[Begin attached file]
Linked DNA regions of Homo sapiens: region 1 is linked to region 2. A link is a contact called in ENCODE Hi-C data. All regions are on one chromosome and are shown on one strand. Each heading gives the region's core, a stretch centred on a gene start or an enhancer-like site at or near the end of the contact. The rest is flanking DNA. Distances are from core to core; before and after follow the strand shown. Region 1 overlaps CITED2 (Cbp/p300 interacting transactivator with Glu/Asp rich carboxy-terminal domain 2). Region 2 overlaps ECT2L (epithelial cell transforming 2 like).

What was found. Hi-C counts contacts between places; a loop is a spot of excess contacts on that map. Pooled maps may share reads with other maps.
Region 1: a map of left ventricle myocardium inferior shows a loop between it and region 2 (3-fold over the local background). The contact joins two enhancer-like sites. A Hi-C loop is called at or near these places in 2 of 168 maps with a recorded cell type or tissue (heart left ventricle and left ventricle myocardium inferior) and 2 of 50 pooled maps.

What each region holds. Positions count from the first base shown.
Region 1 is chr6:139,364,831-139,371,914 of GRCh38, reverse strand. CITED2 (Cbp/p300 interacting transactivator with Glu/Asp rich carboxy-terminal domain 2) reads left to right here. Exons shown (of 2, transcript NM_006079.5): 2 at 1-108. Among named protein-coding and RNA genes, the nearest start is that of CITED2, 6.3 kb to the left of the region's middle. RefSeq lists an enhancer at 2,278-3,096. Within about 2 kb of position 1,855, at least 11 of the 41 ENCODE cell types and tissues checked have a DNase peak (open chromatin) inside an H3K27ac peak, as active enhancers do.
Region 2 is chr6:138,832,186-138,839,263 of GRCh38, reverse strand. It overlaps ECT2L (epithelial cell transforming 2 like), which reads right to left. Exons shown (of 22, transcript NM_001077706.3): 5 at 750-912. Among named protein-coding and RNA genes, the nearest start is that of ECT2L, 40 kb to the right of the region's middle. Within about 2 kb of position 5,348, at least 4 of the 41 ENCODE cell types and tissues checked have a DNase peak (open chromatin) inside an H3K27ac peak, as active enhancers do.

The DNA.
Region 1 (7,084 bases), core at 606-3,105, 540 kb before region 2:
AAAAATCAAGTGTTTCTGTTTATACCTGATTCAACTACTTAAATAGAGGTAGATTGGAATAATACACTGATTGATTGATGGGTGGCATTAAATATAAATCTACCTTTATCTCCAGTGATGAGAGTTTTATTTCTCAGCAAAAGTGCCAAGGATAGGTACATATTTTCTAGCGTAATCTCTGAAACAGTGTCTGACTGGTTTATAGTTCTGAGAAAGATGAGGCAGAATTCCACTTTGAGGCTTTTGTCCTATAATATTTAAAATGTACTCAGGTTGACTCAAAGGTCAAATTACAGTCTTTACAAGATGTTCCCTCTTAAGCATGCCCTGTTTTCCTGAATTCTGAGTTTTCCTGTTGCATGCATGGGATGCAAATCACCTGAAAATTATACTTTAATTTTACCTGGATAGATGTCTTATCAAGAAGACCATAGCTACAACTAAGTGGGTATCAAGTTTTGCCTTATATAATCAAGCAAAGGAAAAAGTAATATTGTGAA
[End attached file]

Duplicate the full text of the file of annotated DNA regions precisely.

Linked DNA regions of Homo sapiens: region 1 is linked to region 2. A link is a contact called in ENCODE Hi-C data. All regions are on one chromosome and are shown on one strand. Each heading gives the region's core, a stretch centred on a gene start or an enhancer-like site at or near the end of the contact. The rest is flanking DNA. Distances are from core to core; before and after follow the strand shown. Region 1 overlaps CITED2 (Cbp/p300 interacting transactivator with Glu/Asp rich carboxy-terminal domain 2). Region 2 overlaps ECT2L (epithelial cell transforming 2 like).

What was found. Hi-C counts contacts between places; a loop is a spot of excess contacts on that map. Pooled maps may share reads with other maps.
Region 1: a map of left ventricle myocardium inferior shows a loop between it and region 2 (3-fold over the local background). The contact joins two enhancer-like sites. A Hi-C loop is called at or near these places in 2 of 168 maps with a recorded cell type or tissue (heart left ventricle and left ventricle myocardium inferior) and 2 of 50 pooled maps.

What each region holds. Positions count from the first base shown.
Region 1 is chr6:139,364,831-139,371,914 of GRCh38, reverse strand. CITED2 (Cbp/p300 interacting transactivator with Glu/Asp rich carboxy-terminal domain 2) reads left to right here. Exons shown (of 2, transcript NM_006079.5): 2 at 1-108. Among named protein-coding and RNA genes, the nearest start is that of CITED2, 6.3 kb to the left of the region's middle. RefSeq lists an enhancer at 2,278-3,096. Within about 2 kb of position 1,855, at least 11 of the 41 ENCODE cell types and tissues checked have a DNase peak (open chromatin) inside an H3K27ac peak, as active enhancers do.
Region 2 is chr6:138,832,186-138,839,263 of GRCh38, reverse strand. It overlaps ECT2L (epithelial cell transforming 2 like), which reads right to left. Exons shown (of 22, transcript NM_001077706.3): 5 at 750-912. Among named protein-coding and RNA genes, the nearest start is that of ECT2L, 40 kb to the right of the region's middle. Within about 2 kb of position 5,348, at least 4 of the 41 ENCODE cell types and tissues checked have a DNase peak (open chromatin) inside an H3K27ac peak, as active enhancers do.

The DNA.
Region 1 (7,084 bases), core at 606-3,105, 540 kb before region 2:
AAAAATCAAGTGTTTCTGTTTATACCTGATTCAACTACTTAAATAGAGGTAGATTGGAATAATACACTGATTGATTGATGGGTGGCATTAAATATAAATCTACCTTTATCTCCAGTGATGAGAGTTTTATTTCTCAGCAAAAGTGCCAAGGATAGGTACATATTTTCTAGCGTAATCTCTGAAACAGTGTCTGACTGGTTTATAGTTCTGAGAAAGATGAGGCAGAATTCCACTTTGAGGCTTTTGTCCTATAATATTTAAAATGTACTCAGGTTGACTCAAAGGTCAAATTACAGTCTTTACAAGATGTTCCCTCTTAAGCATGCCCTGTTTTCCTGAATTCTGAGTTTTCCTGTTGCATGCATGGGATGCAAATCACCTGAAAATTATACTTTAATTTTACCTGGATAGATGTCTTATCAAGAAGACCATAGCTACAACTAAGTGGGTATCAAGTTTTGCCTTATATAATCAAGCAAAGGAAAAAGTAATATTGTGAA